If Wisconsin conservatives needed a reminder of the importance of the courts, they received it Thursday when a Dane County judge issued a temporary injunction blocking the laws passed by the Republican legislature last December in an extraordinary session.
“Dane County Circuit Judge Richard Niess brushed aside GOP concerns that the move would leave thousands of statutes passed in so-called extraordinary sessions susceptible to challenge,” according to the Associated Press. “Republican legislative leaders vowed to appeal.”
As the MacIver Institute reported Wednesday, Niess’ decision places at risk hundreds of laws that have been passed in extraordinary sessions when both parties have been in control of the legislature. An extraordinary session is when the legislature has a meeting that is previously unscheduled.
Currently at stake in the lawsuit brought by the League of Women Voters are laws passed after last November’s election that limited the powers of the Wisconsin Attorney General and Governor Tony Evers as well as tightened voter ID laws and gave the legislature authority to join court cases.
Assembly Majority Leader Jim Steineke took to Twitter to criticize the ruling.
“It truly is March Madness…disappointed, but not surprised that yet another Dane County judge has issued a partisan political ruling that will inevitably be overturned by a higher court,” Steineke posted.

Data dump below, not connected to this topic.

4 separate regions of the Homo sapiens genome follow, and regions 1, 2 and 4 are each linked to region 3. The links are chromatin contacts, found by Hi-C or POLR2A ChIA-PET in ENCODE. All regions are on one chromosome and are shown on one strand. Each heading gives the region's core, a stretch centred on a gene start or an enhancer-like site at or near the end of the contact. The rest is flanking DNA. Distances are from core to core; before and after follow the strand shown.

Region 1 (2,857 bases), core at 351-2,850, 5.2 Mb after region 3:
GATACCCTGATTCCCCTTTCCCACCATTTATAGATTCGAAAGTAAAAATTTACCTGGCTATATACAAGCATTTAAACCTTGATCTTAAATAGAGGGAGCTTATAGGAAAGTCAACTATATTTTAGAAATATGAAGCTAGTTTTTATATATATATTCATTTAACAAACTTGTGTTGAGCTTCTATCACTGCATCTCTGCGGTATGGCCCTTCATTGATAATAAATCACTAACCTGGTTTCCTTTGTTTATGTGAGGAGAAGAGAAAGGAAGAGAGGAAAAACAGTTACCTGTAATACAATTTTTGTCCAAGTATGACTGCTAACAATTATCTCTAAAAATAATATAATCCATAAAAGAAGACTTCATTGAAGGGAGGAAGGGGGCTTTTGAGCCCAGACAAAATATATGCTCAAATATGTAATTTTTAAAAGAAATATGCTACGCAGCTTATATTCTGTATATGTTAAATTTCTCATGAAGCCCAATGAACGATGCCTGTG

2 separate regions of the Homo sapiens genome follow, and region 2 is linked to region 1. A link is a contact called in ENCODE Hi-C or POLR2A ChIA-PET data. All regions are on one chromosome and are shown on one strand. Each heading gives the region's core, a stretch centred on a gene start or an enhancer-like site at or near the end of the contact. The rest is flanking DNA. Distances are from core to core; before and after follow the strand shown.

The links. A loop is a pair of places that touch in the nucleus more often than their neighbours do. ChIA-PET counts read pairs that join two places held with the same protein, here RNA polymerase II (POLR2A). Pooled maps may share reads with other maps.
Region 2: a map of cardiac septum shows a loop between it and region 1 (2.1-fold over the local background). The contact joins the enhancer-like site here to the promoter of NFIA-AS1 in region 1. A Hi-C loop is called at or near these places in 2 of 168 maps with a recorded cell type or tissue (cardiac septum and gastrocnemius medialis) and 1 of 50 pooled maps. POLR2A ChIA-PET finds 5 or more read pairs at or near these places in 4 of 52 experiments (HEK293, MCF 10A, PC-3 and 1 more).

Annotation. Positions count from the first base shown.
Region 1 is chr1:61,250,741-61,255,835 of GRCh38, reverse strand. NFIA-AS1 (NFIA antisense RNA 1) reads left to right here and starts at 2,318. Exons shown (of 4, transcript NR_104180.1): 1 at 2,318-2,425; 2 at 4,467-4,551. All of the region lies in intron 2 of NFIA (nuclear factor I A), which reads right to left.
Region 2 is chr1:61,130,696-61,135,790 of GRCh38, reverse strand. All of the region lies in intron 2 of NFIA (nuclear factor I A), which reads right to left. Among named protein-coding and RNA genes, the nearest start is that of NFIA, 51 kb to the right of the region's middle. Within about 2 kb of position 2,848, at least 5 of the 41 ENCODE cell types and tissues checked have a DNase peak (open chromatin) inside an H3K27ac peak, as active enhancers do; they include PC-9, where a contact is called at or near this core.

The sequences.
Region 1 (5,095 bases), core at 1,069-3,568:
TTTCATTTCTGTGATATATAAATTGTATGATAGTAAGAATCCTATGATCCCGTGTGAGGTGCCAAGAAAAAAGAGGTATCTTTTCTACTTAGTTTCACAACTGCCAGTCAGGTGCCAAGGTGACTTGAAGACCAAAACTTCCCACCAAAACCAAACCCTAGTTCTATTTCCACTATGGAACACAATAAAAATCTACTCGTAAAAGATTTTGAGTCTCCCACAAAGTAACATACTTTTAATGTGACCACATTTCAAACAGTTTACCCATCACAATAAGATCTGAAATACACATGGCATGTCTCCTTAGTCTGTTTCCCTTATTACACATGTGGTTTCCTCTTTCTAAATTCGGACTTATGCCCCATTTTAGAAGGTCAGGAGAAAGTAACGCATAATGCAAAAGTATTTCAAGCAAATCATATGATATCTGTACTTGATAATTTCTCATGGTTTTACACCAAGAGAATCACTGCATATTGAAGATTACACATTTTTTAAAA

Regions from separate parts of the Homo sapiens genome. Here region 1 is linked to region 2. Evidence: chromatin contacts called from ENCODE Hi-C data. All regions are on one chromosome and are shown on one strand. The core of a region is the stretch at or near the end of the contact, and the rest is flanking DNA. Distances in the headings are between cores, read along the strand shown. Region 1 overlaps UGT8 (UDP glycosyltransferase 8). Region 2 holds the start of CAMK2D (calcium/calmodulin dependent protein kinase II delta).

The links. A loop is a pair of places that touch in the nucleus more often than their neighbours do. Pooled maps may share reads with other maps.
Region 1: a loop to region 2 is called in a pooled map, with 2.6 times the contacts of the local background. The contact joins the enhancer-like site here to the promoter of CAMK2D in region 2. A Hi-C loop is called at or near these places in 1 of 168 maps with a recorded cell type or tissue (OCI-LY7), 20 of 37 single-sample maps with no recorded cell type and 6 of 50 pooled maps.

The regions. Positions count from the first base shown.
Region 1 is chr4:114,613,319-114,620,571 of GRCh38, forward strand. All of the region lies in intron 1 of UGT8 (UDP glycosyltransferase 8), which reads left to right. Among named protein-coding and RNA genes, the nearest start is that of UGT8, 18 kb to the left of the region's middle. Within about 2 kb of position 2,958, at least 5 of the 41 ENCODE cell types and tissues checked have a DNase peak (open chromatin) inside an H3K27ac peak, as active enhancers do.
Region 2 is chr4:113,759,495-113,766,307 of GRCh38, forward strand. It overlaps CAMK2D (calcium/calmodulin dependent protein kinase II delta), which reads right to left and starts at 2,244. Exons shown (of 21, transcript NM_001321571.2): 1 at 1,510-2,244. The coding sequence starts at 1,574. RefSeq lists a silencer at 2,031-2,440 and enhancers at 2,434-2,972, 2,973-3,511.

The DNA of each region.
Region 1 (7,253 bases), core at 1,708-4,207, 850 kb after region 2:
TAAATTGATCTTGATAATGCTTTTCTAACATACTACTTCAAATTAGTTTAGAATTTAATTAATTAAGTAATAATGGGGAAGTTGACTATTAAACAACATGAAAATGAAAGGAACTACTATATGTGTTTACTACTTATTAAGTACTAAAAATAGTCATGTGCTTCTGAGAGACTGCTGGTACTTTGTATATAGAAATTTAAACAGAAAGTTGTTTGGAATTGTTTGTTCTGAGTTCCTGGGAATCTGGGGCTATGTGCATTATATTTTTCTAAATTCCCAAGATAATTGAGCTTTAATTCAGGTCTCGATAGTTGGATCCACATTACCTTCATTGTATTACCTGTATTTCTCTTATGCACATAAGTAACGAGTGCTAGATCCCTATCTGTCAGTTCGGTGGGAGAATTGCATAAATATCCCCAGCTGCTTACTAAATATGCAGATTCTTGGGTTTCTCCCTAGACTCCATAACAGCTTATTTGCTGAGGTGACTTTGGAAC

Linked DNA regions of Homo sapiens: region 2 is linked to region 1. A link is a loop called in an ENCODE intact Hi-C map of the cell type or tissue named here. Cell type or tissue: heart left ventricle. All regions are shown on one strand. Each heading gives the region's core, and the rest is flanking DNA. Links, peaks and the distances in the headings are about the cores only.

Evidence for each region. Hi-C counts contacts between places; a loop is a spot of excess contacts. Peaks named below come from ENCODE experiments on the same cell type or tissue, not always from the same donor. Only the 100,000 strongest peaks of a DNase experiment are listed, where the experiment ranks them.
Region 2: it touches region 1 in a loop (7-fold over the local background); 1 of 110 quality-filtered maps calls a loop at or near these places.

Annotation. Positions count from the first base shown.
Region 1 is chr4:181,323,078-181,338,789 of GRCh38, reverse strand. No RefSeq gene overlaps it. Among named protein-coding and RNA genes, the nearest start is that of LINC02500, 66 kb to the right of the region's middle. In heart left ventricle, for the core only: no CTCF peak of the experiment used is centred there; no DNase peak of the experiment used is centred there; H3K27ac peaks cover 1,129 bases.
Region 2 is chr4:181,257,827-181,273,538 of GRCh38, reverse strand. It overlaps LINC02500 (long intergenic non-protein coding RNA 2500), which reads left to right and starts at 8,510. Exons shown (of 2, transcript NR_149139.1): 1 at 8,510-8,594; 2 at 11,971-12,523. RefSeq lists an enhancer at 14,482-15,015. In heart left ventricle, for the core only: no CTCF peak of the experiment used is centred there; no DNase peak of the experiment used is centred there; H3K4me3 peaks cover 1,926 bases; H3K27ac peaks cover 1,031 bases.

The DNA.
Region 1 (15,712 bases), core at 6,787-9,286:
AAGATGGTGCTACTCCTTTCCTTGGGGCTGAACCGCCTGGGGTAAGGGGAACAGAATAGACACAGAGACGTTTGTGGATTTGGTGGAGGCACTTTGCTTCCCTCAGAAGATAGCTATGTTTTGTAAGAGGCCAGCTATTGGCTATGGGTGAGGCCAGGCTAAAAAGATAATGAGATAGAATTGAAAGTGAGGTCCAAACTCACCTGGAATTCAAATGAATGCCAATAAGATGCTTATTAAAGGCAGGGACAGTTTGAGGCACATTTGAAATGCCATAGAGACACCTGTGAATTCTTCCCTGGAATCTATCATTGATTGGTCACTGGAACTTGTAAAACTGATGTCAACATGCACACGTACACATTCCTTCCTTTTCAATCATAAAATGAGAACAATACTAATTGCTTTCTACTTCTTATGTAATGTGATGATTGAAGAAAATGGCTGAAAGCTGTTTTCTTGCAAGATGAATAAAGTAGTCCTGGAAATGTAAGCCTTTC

Rick Esenberg, President of the Wisconsin Institute for Law & Liberty, said Niess’ ruling is unlikely to stand.
“Today’s decision is an extraordinary intrusion by the courts into the legislative process through a cramped reading of the Constitution,” Esenberg said in a statement Thursday. “It’s inconsistent with long standing practice and could throw the validity of numerous laws into question. It’s unlikely to survive.”
Despite the likelihood of Niess’ decision being overturned on appeal, Governor Tony Evers and Attorney General Josh Kaul wasted no time in taking advantage. Following the temporary injuction by Niess, the Wisconsin Department of Justice moved to withdraw the State of Wisconsin from Texas v. United States, the lawsuit challenging the constitutionality of the Affordable Care Act, commonly referred to as Obamacare.
“Today, we are seeking to end the State of Wisconsin’s involvement in the lawsuit challenging the constitutionality of the Affordable Care Act,” said Kaul in a statement Thursday.
Dane County judges have a history of stopping laws supported by Republicans, on everything from Voter ID to Act 10, only to be overturned on appeal.